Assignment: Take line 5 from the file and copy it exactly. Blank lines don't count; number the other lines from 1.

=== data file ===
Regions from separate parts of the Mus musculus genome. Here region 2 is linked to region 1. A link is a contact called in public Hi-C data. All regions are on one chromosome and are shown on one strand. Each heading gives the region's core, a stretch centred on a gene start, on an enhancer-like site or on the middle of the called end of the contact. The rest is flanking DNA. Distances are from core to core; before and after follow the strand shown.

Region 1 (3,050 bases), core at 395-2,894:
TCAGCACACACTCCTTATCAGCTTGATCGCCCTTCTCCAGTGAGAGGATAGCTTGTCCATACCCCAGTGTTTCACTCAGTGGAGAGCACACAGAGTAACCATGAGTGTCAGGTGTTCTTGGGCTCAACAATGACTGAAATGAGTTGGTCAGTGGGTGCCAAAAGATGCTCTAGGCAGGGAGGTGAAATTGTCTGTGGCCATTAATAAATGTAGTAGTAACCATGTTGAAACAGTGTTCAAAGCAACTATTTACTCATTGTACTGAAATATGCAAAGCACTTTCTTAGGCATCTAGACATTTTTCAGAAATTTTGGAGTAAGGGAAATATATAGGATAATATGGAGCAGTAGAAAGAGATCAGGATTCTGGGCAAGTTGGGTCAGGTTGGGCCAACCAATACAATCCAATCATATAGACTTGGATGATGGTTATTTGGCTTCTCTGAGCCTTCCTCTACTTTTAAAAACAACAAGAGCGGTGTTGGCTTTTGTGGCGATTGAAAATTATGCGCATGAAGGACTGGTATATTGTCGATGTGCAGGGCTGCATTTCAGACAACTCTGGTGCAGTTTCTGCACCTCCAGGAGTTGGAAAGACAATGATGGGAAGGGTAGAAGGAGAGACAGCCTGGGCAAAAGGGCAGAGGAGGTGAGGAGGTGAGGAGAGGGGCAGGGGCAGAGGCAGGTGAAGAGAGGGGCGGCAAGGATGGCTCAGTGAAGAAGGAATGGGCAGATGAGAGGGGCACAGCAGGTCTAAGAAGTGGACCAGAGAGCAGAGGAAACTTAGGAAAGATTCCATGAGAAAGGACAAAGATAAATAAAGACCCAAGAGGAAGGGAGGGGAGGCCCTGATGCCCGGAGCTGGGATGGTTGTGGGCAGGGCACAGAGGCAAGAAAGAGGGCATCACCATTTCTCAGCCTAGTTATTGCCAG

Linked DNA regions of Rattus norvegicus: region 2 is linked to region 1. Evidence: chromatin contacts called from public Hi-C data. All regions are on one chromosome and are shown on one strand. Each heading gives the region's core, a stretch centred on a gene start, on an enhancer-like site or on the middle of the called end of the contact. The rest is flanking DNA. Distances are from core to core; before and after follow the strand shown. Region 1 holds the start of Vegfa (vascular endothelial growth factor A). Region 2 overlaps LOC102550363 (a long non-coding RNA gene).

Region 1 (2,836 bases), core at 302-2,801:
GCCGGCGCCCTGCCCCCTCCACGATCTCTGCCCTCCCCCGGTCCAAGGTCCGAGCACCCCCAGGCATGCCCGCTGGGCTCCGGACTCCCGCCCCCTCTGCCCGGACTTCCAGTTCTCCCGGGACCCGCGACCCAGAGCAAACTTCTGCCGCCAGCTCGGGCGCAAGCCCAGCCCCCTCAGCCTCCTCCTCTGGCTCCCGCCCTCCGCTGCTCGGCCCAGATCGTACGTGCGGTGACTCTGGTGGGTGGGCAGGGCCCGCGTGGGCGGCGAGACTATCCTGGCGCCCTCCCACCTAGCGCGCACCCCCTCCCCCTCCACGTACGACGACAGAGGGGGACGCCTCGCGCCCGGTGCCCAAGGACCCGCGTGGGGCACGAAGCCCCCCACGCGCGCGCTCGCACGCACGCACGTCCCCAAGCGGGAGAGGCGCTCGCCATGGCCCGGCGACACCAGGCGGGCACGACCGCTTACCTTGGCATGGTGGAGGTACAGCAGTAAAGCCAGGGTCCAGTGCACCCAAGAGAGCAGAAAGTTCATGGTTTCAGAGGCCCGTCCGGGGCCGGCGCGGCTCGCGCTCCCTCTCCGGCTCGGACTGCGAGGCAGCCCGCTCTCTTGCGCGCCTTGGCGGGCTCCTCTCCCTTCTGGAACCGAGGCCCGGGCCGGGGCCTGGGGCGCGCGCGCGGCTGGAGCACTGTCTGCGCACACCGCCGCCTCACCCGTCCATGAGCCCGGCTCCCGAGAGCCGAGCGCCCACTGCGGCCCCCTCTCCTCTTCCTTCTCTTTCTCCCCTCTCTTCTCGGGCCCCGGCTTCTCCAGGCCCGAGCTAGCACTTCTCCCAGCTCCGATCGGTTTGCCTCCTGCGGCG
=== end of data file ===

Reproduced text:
Region 1 (2,836 bases), core at 302-2,801: